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Benefits system needs to be made simpler and fairer

Benefits system needs to be made simpler and fairer

The benefits system needs to change in order to properly support claimants during and after COVID-19, a major national research project has concluded.

Welfare at a (Social) Distance, a collaboration between several universities including Leeds, is investigating the benefits system during the pandemic and its aftermath.

It has now produced a new report detailing the difficulties faced by claimants and is calling for changes to the application process and fairness in the benefits system. 

It found that despite changes brought in by the Department for Work and Pensions (DWP) to speed up the claims process and a £20 a week boost to Universal Credit, many benefit claimants were struggling with a considerable gap between their basic cost of living and the amount of benefit they received. 

The report shows that 60% of new claimants and 43% of those who had been claiming benefits since before the pandemic experienced a drop in their income which they were not able to manage by simply reducing their spending. 

Report co-author Dr Daniel Edmiston, from the School of Sociology and Social Policy, said: “Our social security system is a public service. It is supposed to be there for all of us. The findings of this report demonstrate the inadequacy of current benefit levels and weaknesses in our social safety net. The financial resilience of claimants remains fragile and finite. 

“Last year a series of measures were introduced to improve income adequacy and accessibility within the benefits system. However, many of these have since been withdrawn and we are now in our third national lockdown. The end of crisis social security measures, such as the £20 uprating to Universal Credit, would increase housing insecurity, debts and hunger amongst claimants and guarantee an increasing depth of poverty in the UK.” 

The researchers surveyed 3,306 existing claimants and 3,125 new claimants between 21 May and 15 June 2020, capturing information including personal details, claim details, support used when claiming, employment situation, income and financial strain.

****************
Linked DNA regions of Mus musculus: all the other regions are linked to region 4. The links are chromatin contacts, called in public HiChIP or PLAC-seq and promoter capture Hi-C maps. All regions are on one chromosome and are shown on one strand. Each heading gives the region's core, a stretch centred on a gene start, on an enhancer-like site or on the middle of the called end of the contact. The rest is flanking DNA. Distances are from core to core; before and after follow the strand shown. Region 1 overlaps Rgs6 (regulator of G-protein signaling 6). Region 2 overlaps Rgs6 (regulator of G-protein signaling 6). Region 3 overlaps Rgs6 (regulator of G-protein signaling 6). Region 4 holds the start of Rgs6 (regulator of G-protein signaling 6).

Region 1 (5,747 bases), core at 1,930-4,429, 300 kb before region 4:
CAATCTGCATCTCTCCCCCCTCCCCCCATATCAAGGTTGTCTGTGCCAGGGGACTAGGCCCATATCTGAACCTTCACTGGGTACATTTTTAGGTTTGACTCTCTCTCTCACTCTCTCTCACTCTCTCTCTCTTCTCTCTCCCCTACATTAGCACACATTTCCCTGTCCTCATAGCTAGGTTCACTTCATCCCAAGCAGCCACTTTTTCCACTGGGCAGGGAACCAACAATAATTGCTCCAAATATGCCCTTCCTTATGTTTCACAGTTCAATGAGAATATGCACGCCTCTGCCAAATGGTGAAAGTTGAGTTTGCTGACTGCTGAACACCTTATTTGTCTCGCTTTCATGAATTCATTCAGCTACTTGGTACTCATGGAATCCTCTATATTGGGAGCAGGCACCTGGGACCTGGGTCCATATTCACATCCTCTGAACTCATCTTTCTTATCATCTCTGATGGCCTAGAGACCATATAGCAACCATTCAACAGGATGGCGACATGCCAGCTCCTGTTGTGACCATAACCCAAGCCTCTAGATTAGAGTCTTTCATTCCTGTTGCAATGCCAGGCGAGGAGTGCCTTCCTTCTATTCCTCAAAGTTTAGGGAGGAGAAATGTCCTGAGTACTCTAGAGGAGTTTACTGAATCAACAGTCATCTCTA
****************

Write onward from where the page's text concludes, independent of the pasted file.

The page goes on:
They carried out 74 in-depth interviews with claimants between June and September 2020, focusing on their experiences of claiming, receiving and managing their benefit payments.  

The sample included a diversity of participants in terms of age, gender, ethnicity, household type, geographical location, employment status, as well as both new and existing claimants. 

The findings of this report demonstrate the inadequacy of current benefit levels and weaknesses in our social safety net.

Dr Daniel Edmiston, School of Sociology and Social Policy

Almost two-thirds of all claimants reported some level of financial strain, saying they would not be able to replace or repair major electrical goods if they broke, and could not save £10 a month. Around half of claimants were experiencing some form of severe financial strain – one in six new claimants and one in five existing claimants had skipped a meal in the previous two weeks because they could not afford food.  

People were using a range of strategies to "get by" including borrowing from banks (using a credit card, an overdraft or a bank loan) or from friends/family, as well as receiving "gifts" from friends/family. Food bank use and emergency help from local authorities or third sector organisations were also evident.  

Additionally, almost half (46%) of new claimants had experienced some sort of difficulty applying for benefits. These included: telephone accessibility; calculating their household income and expenses; providing information related to housing or childcare costs; providing supporting documentation to prove eligibility; and submitting a joint claim as a couple.